During the Alexandrine era, the culture of the nobility was at once increasingly removed from that of the common people, and yet - and particularly after the war of 1812 - it began to show greater interest to popular and historical culture. From this interaction between noble and popular culture, many of the best works of the era were created. Russian culture then not only borrowed from world achievements, but began to contribute uniquely to their development.
At the beginning of the century, the system of higher education that impacted and informed the "liberal" spirit of reforms offered by Tsar Alexander I, was experiencing a recovery. Under Nikolai I, autonomy of universities was eliminated and high fees for education were introduced. But at this time several new universities, which now received considerable autonomy, were opened - such as the Tsarskoye Selo Lyceum in which A.S. Pushkin studied. The requirements of the developing economy led also to the emergence of new technical educational institutions, such as the Moscow craft school (future MSTU) and others.
The development of science and the needs of the economy contributed to the organization of the first Russian expedition to circumnavigate the globe under the command of N.F. Krusenstern and Yu.F. Lisyansky (1803-06), which studied the islands of the Pacific Ocean, Sakhalin island, and Kamchatka peninsula in great depth. The expedition of F.F. Bellingshausen and M.P. Lazarev (1819-21) studied Antarctica.
The Russian mathematics school became world famous. The discovery of non-Euclidean geometry by Lobachevsky radically changed scienfic notions of space. Chemical science, meanwhile, developed closely with industrial production. N.N. Zinin developed an aniline synthesis technology for use in the textile industry. In 1839 the astronomer V.Ya. Struve built a renowned astronomical observatory in Pulkovo, near Saint Petersburg.
Significant progress was also made in medicine. N.I. Pirogov laid the foundations of military field surgery. He was the first to use ethereal anesthesia and antiseptic drugs during operations, and introduced a fixed gypsum bandage. A.M. Filomafitsky developed theories of blood transfusion. Engineer P.L. Schilling created the first electromagnetic telegraph in 1832. A father and son team of two bonded serfs, the Cherepanovs, built the first railway at the Ural factories of the Demidovs and, in 1834 - the first locomotive. For their work, they were freed.
Literature occupied a special position in culture. In the absence of political freedoms, it served as a conduit for social and political ideas and projects, manifesting the most direct link between noble and popular culture.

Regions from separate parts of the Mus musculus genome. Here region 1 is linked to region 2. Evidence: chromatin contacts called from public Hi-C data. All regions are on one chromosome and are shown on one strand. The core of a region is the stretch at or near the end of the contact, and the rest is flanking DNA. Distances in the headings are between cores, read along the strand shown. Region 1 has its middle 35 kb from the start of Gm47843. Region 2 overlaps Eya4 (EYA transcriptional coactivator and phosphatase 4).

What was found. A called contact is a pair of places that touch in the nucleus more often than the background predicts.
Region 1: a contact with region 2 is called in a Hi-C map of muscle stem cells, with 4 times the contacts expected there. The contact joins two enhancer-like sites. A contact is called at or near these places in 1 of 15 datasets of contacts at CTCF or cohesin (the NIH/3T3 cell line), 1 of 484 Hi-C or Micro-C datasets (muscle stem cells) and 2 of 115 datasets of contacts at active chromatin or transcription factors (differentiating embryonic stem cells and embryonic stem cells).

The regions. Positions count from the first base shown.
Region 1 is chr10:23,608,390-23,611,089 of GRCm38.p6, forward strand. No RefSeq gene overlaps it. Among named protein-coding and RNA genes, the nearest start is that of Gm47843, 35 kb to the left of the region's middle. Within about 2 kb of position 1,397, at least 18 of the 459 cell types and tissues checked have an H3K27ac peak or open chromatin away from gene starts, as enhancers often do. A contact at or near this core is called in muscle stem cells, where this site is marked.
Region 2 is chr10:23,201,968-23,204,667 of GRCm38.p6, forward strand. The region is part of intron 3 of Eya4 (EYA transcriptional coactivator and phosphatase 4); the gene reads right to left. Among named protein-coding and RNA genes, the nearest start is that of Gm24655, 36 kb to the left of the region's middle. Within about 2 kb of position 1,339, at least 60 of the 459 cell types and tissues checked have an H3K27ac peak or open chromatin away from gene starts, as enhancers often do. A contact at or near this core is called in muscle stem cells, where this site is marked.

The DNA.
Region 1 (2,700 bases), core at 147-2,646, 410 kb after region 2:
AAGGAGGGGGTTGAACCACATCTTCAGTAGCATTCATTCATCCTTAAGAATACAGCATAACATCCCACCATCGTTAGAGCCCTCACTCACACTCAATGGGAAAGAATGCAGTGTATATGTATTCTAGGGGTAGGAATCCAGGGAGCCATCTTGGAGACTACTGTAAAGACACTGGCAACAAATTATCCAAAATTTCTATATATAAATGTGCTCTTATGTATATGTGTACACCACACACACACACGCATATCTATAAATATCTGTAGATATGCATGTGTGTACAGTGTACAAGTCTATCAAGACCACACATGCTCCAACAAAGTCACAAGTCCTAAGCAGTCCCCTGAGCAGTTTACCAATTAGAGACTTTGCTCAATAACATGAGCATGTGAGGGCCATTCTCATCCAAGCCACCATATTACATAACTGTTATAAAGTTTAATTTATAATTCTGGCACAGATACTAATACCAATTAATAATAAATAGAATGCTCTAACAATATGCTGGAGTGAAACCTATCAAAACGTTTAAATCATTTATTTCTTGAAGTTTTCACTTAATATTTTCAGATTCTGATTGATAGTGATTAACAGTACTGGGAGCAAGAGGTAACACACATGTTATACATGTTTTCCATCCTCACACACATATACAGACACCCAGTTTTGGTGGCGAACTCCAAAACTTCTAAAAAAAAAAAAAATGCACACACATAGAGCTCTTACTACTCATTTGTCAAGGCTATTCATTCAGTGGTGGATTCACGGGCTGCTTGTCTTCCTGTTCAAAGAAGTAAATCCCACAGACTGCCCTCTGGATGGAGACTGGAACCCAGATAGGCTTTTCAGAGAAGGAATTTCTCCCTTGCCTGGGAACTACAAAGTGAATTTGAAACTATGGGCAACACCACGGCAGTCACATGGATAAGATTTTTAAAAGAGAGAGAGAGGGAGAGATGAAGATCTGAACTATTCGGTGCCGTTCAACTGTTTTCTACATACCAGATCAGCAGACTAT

The second quarter of the 19th century marked the birth of Russian realism, which reflected the lives of people across all classes, and the social and moral problems of society. Early works in this genre include A.S. Griboyedov's "Woe from Wit"; A.S. Pushkin's "Eugene Onegin" and "The Captain's Daughter"; M.Yu. Lermontov's "Death of the Poet" and "Hero of our Time"; and N.V. Gogol's "Dead Souls" and "The Inspector-General". In the 1840s and 1850s, writers set out on a route that realized its peak in the second half of the century with the works of writers N.A. Nekrasov, I.S. Turgenev, M.E. Saltykov-Shchedrin, F.M. Dostoevsky, and L.N. Tolstoy.
Development of fine arts during this period was associated primarily with the emergence of romanticism and realism. But in the Academy of Arts, classicism still played the dominant role. Especially prized were paintings on historical themes, such as "The Last Day of Pompeii" by K.P. Bryullov. A.A. Ivanov worked for over 20 years on the painting "The Appearance of Christ to the People". Carried out entirely in classical technique, it combined ideals of both romanticism and realism over the basis of a classical theme.
The father of domestic realism was P.A. Fedotov, who became well known for "Young Chevalier" and "Matchmaking of a Young Man".
As in Europe, in Russia the Empire style dominated in architecture, finalizing the development of classicist architecture. It became an ubiquitous sort of spokesman for Russian achievements: the Kazan Cathedral in Saint Petersburg by A.N. Voronikhin; the Admiralty building by A.D. Zakharov; the Palace and Senate squares; and the Mikhailovsky Palace of K.I. Rossi.
During the second third of the 19th century Empire gave way to a new direction in architecture, known as eclecticism, that arbitrarily combined elements of different styles: the Saint Isaac's Cathedral of Montferrand in Saint Petersburg; and the Cathedral of Christ the Savior of K.A. Tona, who became known as the father of the Russo-Byzantine style of architecture.
It was also during this period that the Maly Theatre in Moscow and the Alexandrian Theater in Saint Petersburg were founded. Also to develop significantly during this period was the national school of musical composition, which was largely free of European influence. M.I. Glinka, for example, laid the foundations of what would become the two important areas of Russian opera classics: the folk musical drama, e.g., "Living for the Tsar" and the fantasy-epic genre, e.g., "Ruslan and Lyudmila".